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So I guess it's time for my

I'm Andrea, a landscape archaeologist based in Rome. I did my PhD on spatial distribution of Iron Age archaeological sites along the Euphrates river.

Currently, I am working on remote sensing tools applied to cultural heritage and arch. landscape studies, plus on Historic Landscape Characterization in the Near East, and similar.

Super happy to have found this community on Mastodon!

@whysofurious Welcome! You are the only colleague from Sapienza University I found on Mastodon :-)

@paolomonella Thanks! me too actually :) I guess alternatives to mainstream socials and FOSS in general are not really popular things in Sapienza, especially in some departments 😂

@whysofurious Right. This applies to social networks in general though. I live two lives: latinist and digital humanist (DH). The DH community thrives on Twitter, while classicists are only in Academia.edu (if anywhere). In Mastodon, very few people in general. But being there (Mast.) is the right thing to do

@paolomonella I agree with you, archaeologists are also predominantly on Academia.edu, but most GIS and Remote Sensing discussion really shine on twitter. I really hope one day it will be the same on Mastodon :)

@whysofurious welcome! I hope you like it here.

Scholar.social is a good place!

@maloki Thank you! I'm sure I will, I can see that just by all the answers to a simple introduction, it's super welcoming :)

@whysofurious yeah. But also like a lot of people from other places see you and interact with you. Like me!

@maloki Yeah that's actually the feature I'm enjoying the most!

@whysofurious ooh also you don't have to be a one trick pony here. You can share all aspects of yourself without being punished by algorithms, and take a break and your friends will still see you when you come back. 🥰

@maloki Thanks! That's true :) It's really nice to not have any pressure at all regarding how much you are present on a platform, how much you share, who you should follow and so on 😂

@whysofurious welcome to fedi! The coffee (including decaf) is over there, soy and almond milk available. Sometimes people bring cookies, feel free to help yourself!

You'll find all sorts of people here. Some might seem weird initially; don't worry, they do not have bad intentions.

Still, if you feel some interactions are bringing you down, just mute them, and don't think twice about it. Nobody will hold this against you. Self-care is important. We're all here to have fun. :blobcatthinksmart:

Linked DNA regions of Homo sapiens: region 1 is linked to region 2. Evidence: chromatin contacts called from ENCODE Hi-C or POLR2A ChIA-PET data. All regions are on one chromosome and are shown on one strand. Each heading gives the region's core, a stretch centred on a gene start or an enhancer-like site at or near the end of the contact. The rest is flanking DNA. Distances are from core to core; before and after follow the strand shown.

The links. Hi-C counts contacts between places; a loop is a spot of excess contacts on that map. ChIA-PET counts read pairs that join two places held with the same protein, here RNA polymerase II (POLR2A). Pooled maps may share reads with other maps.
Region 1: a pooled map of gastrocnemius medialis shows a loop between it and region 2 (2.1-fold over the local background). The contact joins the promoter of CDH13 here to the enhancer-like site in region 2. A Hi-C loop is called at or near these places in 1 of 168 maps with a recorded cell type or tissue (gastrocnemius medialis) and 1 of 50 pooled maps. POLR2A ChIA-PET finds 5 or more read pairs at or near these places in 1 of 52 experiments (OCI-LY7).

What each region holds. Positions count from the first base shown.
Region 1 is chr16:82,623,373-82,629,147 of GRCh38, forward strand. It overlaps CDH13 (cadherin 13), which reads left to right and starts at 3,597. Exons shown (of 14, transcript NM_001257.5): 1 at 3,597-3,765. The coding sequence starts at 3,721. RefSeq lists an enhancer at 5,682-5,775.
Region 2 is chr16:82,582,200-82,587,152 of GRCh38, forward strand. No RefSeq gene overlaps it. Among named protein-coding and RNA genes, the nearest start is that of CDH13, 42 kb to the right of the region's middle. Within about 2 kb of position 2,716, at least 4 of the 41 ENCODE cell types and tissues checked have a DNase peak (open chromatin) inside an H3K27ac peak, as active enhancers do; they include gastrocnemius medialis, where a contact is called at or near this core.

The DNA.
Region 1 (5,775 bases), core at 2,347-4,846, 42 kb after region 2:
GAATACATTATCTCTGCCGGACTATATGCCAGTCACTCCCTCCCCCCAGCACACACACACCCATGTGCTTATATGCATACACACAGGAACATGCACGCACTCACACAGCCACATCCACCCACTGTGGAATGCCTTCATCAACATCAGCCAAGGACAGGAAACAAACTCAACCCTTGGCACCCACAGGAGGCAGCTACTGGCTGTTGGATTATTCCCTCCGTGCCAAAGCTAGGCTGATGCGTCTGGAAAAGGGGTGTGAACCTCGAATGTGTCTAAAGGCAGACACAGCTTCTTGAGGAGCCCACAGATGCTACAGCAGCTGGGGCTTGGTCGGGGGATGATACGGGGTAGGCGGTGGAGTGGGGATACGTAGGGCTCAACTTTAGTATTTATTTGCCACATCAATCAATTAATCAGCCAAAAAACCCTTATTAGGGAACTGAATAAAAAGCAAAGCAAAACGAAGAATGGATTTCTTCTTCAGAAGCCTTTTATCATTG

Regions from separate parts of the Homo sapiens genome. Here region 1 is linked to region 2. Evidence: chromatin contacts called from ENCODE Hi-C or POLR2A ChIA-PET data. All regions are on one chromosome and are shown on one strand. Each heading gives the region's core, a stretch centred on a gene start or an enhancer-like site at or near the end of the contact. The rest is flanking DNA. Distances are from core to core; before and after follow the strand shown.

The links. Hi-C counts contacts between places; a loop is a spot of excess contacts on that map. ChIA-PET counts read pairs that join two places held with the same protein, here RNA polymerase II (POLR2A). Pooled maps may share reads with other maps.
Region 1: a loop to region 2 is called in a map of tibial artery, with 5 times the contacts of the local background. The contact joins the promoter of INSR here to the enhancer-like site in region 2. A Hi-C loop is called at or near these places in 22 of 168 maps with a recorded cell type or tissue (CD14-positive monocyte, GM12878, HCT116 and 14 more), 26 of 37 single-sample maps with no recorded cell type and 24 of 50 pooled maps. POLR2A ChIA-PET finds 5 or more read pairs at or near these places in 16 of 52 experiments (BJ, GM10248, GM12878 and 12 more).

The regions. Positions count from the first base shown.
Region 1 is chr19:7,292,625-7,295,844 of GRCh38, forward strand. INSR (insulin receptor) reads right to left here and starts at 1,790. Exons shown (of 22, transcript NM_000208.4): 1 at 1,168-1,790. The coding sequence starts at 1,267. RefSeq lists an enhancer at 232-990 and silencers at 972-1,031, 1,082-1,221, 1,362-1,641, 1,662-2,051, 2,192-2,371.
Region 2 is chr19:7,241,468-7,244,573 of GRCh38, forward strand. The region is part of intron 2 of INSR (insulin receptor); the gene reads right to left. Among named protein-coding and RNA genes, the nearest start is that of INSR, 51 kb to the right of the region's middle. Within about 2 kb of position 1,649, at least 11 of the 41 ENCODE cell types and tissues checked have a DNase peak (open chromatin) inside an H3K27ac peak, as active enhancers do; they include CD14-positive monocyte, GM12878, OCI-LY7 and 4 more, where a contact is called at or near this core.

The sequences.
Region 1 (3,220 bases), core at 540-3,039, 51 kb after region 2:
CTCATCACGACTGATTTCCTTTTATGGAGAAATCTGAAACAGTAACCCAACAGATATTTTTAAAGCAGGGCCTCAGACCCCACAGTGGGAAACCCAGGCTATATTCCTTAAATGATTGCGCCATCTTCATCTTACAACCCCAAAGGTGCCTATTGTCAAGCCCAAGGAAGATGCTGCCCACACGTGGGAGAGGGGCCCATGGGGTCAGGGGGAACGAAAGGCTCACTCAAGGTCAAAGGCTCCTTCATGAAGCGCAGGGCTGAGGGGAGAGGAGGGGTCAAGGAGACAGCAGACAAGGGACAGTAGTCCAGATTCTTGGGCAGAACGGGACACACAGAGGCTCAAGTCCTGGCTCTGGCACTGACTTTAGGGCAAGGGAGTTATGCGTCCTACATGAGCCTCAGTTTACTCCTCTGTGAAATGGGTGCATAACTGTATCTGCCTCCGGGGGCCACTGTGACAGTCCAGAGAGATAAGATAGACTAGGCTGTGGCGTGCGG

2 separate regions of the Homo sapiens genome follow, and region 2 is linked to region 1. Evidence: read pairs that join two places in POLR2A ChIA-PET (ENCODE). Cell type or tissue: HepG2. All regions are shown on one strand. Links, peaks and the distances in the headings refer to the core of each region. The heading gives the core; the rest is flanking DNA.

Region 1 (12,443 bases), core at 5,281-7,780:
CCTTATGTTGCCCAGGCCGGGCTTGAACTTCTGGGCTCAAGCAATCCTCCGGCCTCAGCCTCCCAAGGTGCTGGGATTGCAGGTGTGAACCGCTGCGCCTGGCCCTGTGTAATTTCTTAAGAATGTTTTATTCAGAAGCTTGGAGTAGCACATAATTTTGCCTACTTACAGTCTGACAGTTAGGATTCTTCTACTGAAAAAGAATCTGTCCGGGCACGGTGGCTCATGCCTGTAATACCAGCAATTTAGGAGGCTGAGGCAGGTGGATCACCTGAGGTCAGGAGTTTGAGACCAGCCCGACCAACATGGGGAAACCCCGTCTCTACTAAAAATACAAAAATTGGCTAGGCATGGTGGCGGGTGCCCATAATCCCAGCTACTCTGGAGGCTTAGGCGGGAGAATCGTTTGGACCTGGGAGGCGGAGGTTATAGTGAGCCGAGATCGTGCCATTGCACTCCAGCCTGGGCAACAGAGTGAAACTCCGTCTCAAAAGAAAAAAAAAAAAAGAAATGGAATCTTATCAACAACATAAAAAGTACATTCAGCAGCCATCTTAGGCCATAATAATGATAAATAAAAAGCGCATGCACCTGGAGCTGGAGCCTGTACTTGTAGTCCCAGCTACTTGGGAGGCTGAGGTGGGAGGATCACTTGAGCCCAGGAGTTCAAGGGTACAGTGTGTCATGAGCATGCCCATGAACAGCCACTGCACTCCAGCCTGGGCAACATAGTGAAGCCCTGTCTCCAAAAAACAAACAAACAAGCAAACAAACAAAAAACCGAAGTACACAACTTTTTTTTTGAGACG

@rysiek Ahaha thanks! and thank you for the advices :) I totally agree about self-care and having fun, not doing so it would run such an amazing platform :)

@whysofurious Welcome! Always good to meet more people doing tech stuff in cultural heritage! :blobpats:

@petrichor Thanks! I agree with you, at least for me, it was a way of convey all my tech/nerd/geek stuff (not to say obsessions 😂) into my daily work and in one of the discipline that I love more :)

@whysofurious welcome! From a used to be archeologist. It was my one passion and I practiced across the new world for over 15 years. Mostly in the southwest, west, and plains. Your work sounds fascinating. Glad you are here!

@mpmilestogo Thank you! That's very nice to hear, I really just started compared to your years of experience :) I have never been there, but I'm sure it was fascinating working in those areas!

@whysofurious Nice, I like Rome. My wife grew up there. If I were ever to choose to live in a city, Rome would be one of a few candidates.

@whysofurious and you use R! That must not be very common in your field, is it?

Welcome Andrea!

@damiacer Thank you! Nice to see another R user! :) it depends, I think as in most academic applications where the focus is on data analysis and modeling (and now machine learning), the majority of people use Python (I have seen this especially in colleagues with a non-humanities only background).
But I have seen quite an increase in available courses, publications etc. recently from R users specifically for archaeology :)

@damiacer just to add, I am however still waiting for Italian archaeology departments to offer actual statistic/programming courses or modules, which unfortunately are still non-existent to my knowledge 😂

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